Recently in Making Books Category
Sare Eisee, FAVL Ouaga rep., is on his way back from Bolgatanga, Ghana with 400 copies of the Dioula and French translation of Crocodile Bread. Elisee did the French translation, and helped on the Dioula. Kathy Knowles, of Osu Children's Library Fund, did another superb job in conceiving and creating the book, and also finding the funding to print so many copies- thank you OCLF!!!! The book is very cute. My kids both got a big kick out of it, and the kids in the libraries in burkina are also going to enjoy it immensely. Hope the border police don't like it too much, though.
(My apologies for the scan that cut off Kathy's name.)
An extract from Donald K. Pickens' review on H-Net:
One of the delightful surprises of Wadsworth's text is her analysis of Louisa May Alcott's career. Alcott was more than the sweet narrative that is Little Women. This is no criticism of the novel, but a recognition that Alcott, more than Twain, was creatively able to move in this segmented market, producing sequels that sold (p. 46). She knew her readers and, like the other literary artists discussed in In the Company of Books, Alcott wanted to write beyond the social expectation of the market.
Wadsworth's treatment of the connotation of "high brow"/"low brow" is balanced. There was a "near obsession with the cultural status of books, reading, and various types of readers" (p. 98). Publishers overran the market with cheap material. Critics claimed "cheap," in both senses of the word. By subscription and by a series of volumes such as "Blue and Gold," the coffee table book made its appearance. Some of these (and it is true to this day) were to be seen but not read. By century's end the door-to-door subscription had come to the end. The most successful example of that marketing device was Twain's help in selling U.S. Grant's account of the Civil War.
FAVL Ouaga rep SARE Elisée has been busy translating into French and Dioula (with Adama Sougoué) a new children's book by Kathy Knowles, director of Osu Children's Library Fund. It is a very cute book, and will also be available in English. Check out the OCLF website for forthcoming details!
Books of Hope is a service-learning program where U.S. schools sponsor a school abroad and create books to help meet the students' educational needs. We provide teachers with information about their sponsored school and instructional materials to help facilitate the project. Along with writing, illustrating and binding books, schools also have the option of collecting and sending other supplies for their sponsored school.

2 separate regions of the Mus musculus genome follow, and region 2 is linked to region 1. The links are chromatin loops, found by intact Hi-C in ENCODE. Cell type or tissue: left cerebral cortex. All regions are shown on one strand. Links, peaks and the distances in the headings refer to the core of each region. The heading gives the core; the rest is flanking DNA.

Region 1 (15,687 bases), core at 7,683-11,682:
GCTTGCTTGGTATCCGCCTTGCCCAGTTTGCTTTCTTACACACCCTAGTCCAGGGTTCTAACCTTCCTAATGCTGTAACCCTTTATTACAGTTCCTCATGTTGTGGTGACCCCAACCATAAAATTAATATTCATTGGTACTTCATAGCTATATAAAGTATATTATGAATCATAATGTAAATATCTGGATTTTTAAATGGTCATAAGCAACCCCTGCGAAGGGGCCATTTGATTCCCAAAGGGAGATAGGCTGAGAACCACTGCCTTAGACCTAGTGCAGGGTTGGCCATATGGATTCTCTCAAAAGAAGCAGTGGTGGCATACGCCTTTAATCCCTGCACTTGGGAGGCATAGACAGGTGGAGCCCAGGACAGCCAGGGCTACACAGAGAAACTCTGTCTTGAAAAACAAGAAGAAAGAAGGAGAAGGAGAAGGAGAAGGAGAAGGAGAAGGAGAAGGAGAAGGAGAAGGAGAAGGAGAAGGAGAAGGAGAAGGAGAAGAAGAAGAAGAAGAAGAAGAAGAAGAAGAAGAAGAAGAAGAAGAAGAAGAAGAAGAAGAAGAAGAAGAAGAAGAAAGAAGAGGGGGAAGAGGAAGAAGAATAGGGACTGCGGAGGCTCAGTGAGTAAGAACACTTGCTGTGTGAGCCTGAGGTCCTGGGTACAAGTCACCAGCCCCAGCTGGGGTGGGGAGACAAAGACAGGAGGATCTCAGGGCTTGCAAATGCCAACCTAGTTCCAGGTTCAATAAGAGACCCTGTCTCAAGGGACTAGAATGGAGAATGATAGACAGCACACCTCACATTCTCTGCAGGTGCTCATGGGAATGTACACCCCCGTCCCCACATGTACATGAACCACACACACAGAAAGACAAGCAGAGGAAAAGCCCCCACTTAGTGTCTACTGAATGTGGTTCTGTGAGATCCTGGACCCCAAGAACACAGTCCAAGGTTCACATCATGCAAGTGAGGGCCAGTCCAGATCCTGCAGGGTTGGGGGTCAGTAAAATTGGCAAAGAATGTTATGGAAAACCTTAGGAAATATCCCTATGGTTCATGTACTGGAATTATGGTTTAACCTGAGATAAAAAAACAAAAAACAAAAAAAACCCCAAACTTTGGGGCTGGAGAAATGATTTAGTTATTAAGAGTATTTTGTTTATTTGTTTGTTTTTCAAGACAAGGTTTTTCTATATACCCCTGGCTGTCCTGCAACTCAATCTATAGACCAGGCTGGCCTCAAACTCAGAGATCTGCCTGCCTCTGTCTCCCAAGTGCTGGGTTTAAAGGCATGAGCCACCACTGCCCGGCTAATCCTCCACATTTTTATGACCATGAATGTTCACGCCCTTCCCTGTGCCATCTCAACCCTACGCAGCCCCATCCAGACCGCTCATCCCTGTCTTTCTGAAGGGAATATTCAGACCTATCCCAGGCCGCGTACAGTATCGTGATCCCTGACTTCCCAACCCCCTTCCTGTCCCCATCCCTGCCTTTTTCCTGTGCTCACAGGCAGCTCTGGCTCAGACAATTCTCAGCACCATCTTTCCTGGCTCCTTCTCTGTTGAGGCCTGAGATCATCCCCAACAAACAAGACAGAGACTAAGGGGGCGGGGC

Books of Hope is an ideal way to incorporate service into practically any unit of any classroom at any level. We encourage schools to create books about science, math, geography, reading readiness, English grammar, and a whole variety of other topics.
Over 50,000 students, teachers, parents and community members from over 1000 schools across the country have been involved in the Books of Hope program. During the 2007-8 school year, we collected over 10,000 pounds of books and next year we hope to double that.
November 3, 2008
As a child, Deborah Ahenkorah ’10 was a voracious reader; she practically wore out her library card. But despite the fact that she was born and educated through secondary school in the West African nation of Ghana, she had little opportunity to read the work of African authors until she took a course in African literature here at Bryn Mawr.
Young readers’ lack of access to African literature is a problem, Ahenkorah explains: “Without access to books by and about Africans, young people grow up not knowing much about the diverse cultures of their vast continent. And especially when all they read is Western literature, they have very little reason to feel proud of their national identities and continental heritage.”
Bambara and other national languages remain essentially oral languages, and the pupils do not see, so to speak, any printed Bambara that would permit them to internalise its spelling.This simple fact is so stunning in the light of a Malian government policy to have about 2,000 schools teach the first years in Bambara, knowing full-well that there was no reading material for the students to read in Bambara!
Sukie, by the way, proudly spelled "bib" and "run" on her Etch-a-Sketch this morning. She "sounded them out." It is so much more interesting to be thinking of literacy issues in developing countries when you run your own experimental literacy lab at home ;-)